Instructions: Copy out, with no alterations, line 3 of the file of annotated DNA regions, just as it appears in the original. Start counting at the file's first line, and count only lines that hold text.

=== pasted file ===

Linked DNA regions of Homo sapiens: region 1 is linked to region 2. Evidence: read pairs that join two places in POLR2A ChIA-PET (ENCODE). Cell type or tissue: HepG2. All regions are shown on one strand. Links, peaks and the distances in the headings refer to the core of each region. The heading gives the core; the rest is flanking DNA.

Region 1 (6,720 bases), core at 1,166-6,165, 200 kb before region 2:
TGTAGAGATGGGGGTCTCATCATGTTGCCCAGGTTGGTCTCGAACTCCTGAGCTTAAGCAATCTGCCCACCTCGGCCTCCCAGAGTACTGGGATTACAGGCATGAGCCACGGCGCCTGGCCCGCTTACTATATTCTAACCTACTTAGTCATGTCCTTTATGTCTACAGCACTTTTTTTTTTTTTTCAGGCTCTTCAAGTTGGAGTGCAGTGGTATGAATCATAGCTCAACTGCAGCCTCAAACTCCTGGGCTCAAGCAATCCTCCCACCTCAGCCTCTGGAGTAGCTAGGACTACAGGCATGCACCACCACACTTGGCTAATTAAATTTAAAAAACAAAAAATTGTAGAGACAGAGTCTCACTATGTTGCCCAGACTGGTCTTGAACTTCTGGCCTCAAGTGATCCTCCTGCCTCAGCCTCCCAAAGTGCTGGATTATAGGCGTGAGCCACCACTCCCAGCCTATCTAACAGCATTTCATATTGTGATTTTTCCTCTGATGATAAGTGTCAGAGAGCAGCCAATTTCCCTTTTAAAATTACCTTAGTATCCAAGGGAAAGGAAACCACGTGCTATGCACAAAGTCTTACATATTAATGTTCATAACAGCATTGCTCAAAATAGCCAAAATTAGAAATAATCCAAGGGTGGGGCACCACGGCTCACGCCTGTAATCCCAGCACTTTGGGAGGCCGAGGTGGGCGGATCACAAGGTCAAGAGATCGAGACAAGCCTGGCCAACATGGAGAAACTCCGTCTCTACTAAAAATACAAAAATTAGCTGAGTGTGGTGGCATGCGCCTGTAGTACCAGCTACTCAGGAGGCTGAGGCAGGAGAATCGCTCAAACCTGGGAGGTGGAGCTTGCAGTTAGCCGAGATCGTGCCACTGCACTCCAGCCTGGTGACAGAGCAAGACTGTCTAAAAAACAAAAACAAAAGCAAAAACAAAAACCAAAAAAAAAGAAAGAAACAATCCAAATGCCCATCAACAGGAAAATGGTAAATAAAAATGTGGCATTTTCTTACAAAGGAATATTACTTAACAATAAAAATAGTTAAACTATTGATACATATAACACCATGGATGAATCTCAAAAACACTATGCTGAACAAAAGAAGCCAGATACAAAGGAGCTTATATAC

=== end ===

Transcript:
TGTAGAGATGGGGGTCTCATCATGTTGCCCAGGTTGGTCTCGAACTCCTGAGCTTAAGCAATCTGCCCACCTCGGCCTCCCAGAGTACTGGGATTACAGGCATGAGCCACGGCGCCTGGCCCGCTTACTATATTCTAACCTACTTAGTCATGTCCTTTATGTCTACAGCACTTTTTTTTTTTTTTCAGGCTCTTCAAGTTGGAGTGCAGTGGTATGAATCATAGCTCAACTGCAGCCTCAAACTCCTGGGCTCAAGCAATCCTCCCACCTCAGCCTCTGGAGTAGCTAGGACTACAGGCATGCACCACCACACTTGGCTAATTAAATTTAAAAAACAAAAAATTGTAGAGACAGAGTCTCACTATGTTGCCCAGACTGGTCTTGAACTTCTGGCCTCAAGTGATCCTCCTGCCTCAGCCTCCCAAAGTGCTGGATTATAGGCGTGAGCCACCACTCCCAGCCTATCTAACAGCATTTCATATTGTGATTTTTCCTCTGATGATAAGTGTCAGAGAGCAGCCAATTTCCCTTTTAAAATTACCTTAGTATCCAAGGGAAAGGAAACCACGTGCTATGCACAAAGTCTTACATATTAATGTTCATAACAGCATTGCTCAAAATAGCCAAAATTAGAAATAATCCAAGGGTGGGGCACCACGGCTCACGCCTGTAATCCCAGCACTTTGGGAGGCCGAGGTGGGCGGATCACAAGGTCAAGAGATCGAGACAAGCCTGGCCAACATGGAGAAACTCCGTCTCTACTAAAAATACAAAAATTAGCTGAGTGTGGTGGCATGCGCCTGTAGTACCAGCTACTCAGGAGGCTGAGGCAGGAGAATCGCTCAAACCTGGGAGGTGGAGCTTGCAGTTAGCCGAGATCGTGCCACTGCACTCCAGCCTGGTGACAGAGCAAGACTGTCTAAAAAACAAAAACAAAAGCAAAAACAAAAACCAAAAAAAAAGAAAGAAACAATCCAAATGCCCATCAACAGGAAAATGGTAAATAAAAATGTGGCATTTTCTTACAAAGGAATATTACTTAACAATAAAAATAGTTAAACTATTGATACATATAACACCATGGATGAATCTCAAAAACACTATGCTGAACAAAAGAAGCCAGATACAAAGGAGCTTATATAC